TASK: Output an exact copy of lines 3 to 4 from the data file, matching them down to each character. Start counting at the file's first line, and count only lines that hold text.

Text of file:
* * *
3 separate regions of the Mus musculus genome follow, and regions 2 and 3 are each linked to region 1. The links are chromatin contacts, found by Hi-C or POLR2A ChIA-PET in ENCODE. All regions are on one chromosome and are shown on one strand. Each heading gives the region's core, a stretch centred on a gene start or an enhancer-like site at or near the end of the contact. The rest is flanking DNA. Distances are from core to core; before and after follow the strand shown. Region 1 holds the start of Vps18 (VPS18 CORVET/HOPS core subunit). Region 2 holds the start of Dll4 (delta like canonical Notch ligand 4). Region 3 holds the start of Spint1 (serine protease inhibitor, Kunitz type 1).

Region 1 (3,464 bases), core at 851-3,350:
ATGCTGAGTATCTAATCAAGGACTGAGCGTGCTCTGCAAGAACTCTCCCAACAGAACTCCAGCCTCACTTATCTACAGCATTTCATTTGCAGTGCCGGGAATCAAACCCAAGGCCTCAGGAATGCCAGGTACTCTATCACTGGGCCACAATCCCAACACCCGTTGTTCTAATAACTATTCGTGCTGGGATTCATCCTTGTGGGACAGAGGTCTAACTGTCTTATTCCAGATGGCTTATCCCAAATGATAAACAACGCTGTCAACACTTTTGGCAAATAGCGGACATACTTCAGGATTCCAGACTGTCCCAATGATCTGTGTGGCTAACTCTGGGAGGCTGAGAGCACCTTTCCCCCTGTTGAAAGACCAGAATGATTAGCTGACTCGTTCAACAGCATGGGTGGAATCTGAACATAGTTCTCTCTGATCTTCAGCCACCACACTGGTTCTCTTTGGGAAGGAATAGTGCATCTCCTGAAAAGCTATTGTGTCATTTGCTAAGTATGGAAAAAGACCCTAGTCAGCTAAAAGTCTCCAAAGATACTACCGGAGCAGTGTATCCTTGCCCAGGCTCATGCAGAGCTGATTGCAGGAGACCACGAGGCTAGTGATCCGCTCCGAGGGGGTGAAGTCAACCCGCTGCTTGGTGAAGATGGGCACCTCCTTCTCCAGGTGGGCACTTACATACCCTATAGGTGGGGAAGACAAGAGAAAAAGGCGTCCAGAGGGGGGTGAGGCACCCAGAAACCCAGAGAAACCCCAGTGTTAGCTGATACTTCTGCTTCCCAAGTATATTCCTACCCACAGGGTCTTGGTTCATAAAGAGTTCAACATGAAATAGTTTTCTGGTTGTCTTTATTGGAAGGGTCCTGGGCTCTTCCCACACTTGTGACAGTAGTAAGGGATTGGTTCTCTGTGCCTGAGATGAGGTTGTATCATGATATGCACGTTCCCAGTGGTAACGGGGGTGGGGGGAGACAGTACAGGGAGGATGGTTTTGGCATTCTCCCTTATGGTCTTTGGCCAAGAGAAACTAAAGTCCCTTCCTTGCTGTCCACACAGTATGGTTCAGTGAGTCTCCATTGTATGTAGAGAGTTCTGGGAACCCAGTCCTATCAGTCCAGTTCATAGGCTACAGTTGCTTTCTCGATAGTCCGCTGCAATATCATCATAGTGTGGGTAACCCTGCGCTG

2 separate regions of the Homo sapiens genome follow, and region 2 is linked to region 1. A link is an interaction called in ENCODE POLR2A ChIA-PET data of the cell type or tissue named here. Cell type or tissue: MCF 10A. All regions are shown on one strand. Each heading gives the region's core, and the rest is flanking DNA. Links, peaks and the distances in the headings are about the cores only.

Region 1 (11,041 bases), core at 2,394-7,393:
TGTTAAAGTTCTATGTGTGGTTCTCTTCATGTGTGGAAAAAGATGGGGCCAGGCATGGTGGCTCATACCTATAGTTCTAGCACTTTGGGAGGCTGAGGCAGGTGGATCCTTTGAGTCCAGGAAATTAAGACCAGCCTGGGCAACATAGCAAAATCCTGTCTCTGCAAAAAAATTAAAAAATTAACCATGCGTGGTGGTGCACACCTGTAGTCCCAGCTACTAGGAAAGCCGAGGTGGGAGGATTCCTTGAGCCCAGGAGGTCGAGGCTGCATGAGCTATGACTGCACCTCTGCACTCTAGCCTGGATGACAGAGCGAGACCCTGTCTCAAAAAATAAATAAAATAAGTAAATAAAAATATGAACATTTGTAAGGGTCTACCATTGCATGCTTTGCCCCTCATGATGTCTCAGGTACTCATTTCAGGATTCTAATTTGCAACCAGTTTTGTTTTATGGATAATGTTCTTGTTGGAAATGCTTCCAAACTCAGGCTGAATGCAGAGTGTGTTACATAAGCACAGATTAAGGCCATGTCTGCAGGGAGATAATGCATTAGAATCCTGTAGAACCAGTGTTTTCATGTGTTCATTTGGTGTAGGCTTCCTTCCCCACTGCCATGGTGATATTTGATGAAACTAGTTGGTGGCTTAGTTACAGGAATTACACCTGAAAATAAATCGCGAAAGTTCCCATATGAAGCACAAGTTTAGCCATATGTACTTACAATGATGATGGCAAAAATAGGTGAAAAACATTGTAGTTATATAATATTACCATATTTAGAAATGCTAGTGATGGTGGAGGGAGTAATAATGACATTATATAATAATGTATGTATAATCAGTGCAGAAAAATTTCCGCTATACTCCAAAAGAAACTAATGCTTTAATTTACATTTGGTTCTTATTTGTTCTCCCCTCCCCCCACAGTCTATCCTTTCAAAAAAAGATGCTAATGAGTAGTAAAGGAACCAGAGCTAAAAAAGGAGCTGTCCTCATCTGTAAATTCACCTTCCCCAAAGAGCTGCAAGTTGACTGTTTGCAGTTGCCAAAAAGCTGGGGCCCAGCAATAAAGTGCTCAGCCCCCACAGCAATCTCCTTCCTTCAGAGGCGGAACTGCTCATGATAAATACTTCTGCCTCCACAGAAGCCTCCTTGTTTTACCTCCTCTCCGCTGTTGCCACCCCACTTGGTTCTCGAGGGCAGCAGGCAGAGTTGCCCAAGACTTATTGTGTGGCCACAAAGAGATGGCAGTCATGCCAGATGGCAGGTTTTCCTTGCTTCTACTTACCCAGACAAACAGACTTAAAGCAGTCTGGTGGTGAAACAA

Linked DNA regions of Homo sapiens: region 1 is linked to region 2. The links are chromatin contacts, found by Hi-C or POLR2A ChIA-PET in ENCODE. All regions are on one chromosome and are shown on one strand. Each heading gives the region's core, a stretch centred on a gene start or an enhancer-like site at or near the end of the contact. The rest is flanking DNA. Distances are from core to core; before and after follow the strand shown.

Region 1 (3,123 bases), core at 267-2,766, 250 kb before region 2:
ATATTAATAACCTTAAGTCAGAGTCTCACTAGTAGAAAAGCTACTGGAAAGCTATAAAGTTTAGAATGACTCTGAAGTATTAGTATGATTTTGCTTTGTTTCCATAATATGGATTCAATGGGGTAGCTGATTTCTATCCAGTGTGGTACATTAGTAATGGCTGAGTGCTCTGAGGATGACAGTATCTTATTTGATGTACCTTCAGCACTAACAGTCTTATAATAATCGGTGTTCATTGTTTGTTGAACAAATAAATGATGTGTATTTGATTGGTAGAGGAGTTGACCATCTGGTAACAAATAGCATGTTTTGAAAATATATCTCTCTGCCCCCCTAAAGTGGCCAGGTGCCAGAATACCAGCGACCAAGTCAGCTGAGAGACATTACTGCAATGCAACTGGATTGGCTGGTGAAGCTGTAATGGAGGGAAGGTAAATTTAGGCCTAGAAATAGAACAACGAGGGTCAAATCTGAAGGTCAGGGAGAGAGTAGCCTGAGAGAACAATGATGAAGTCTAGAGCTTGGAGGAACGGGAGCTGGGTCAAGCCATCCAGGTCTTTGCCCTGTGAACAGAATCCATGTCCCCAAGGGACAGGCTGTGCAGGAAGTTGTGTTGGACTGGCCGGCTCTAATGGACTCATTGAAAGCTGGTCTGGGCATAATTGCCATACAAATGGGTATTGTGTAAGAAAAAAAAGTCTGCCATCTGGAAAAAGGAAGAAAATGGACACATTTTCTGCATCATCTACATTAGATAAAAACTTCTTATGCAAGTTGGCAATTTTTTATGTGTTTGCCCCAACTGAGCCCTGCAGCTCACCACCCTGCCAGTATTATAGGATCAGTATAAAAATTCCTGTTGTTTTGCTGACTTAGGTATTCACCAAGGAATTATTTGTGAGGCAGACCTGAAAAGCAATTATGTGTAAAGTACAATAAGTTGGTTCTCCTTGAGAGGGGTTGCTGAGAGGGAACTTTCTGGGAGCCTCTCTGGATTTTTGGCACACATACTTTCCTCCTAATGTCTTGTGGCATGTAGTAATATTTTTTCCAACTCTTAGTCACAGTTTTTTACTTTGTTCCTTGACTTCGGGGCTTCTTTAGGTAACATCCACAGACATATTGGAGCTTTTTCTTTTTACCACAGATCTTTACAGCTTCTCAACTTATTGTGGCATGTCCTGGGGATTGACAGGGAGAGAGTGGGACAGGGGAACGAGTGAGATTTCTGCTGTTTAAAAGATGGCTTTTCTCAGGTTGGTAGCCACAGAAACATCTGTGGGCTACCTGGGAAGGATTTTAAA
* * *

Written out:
ATGCTGAGTATCTAATCAAGGACTGAGCGTGCTCTGCAAGAACTCTCCCAACAGAACTCCAGCCTCACTTATCTACAGCATTTCATTTGCAGTGCCGGGAATCAAACCCAAGGCCTCAGGAATGCCAGGTACTCTATCACTGGGCCACAATCCCAACACCCGTTGTTCTAATAACTATTCGTGCTGGGATTCATCCTTGTGGGACAGAGGTCTAACTGTCTTATTCCAGATGGCTTATCCCAAATGATAAACAACGCTGTCAACACTTTTGGCAAATAGCGGACATACTTCAGGATTCCAGACTGTCCCAATGATCTGTGTGGCTAACTCTGGGAGGCTGAGAGCACCTTTCCCCCTGTTGAAAGACCAGAATGATTAGCTGACTCGTTCAACAGCATGGGTGGAATCTGAACATAGTTCTCTCTGATCTTCAGCCACCACACTGGTTCTCTTTGGGAAGGAATAGTGCATCTCCTGAAAAGCTATTGTGTCATTTGCTAAGTATGGAAAAAGACCCTAGTCAGCTAAAAGTCTCCAAAGATACTACCGGAGCAGTGTATCCTTGCCCAGGCTCATGCAGAGCTGATTGCAGGAGACCACGAGGCTAGTGATCCGCTCCGAGGGGGTGAAGTCAACCCGCTGCTTGGTGAAGATGGGCACCTCCTTCTCCAGGTGGGCACTTACATACCCTATAGGTGGGGAAGACAAGAGAAAAAGGCGTCCAGAGGGGGGTGAGGCACCCAGAAACCCAGAGAAACCCCAGTGTTAGCTGATACTTCTGCTTCCCAAGTATATTCCTACCCACAGGGTCTTGGTTCATAAAGAGTTCAACATGAAATAGTTTTCTGGTTGTCTTTATTGGAAGGGTCCTGGGCTCTTCCCACACTTGTGACAGTAGTAAGGGATTGGTTCTCTGTGCCTGAGATGAGGTTGTATCATGATATGCACGTTCCCAGTGGTAACGGGGGTGGGGGGAGACAGTACAGGGAGGATGGTTTTGGCATTCTCCCTTATGGTCTTTGGCCAAGAGAAACTAAAGTCCCTTCCTTGCTGTCCACACAGTATGGTTCAGTGAGTCTCCATTGTATGTAGAGAGTTCTGGGAACCCAGTCCTATCAGTCCAGTTCATAGGCTACAGTTGCTTTCTCGATAGTCCGCTGCAATATCATCATAGTGTGGGTAACCCTGCGCTG

2 separate regions of the Homo sapiens genome follow, and region 2 is linked to region 1. A link is an interaction called in ENCODE POLR2A ChIA-PET data of the cell type or tissue named here. Cell type or tissue: MCF 10A. All regions are shown on one strand. Each heading gives the region's core, and the rest is flanking DNA. Links, peaks and the distances in the headings are about the cores only.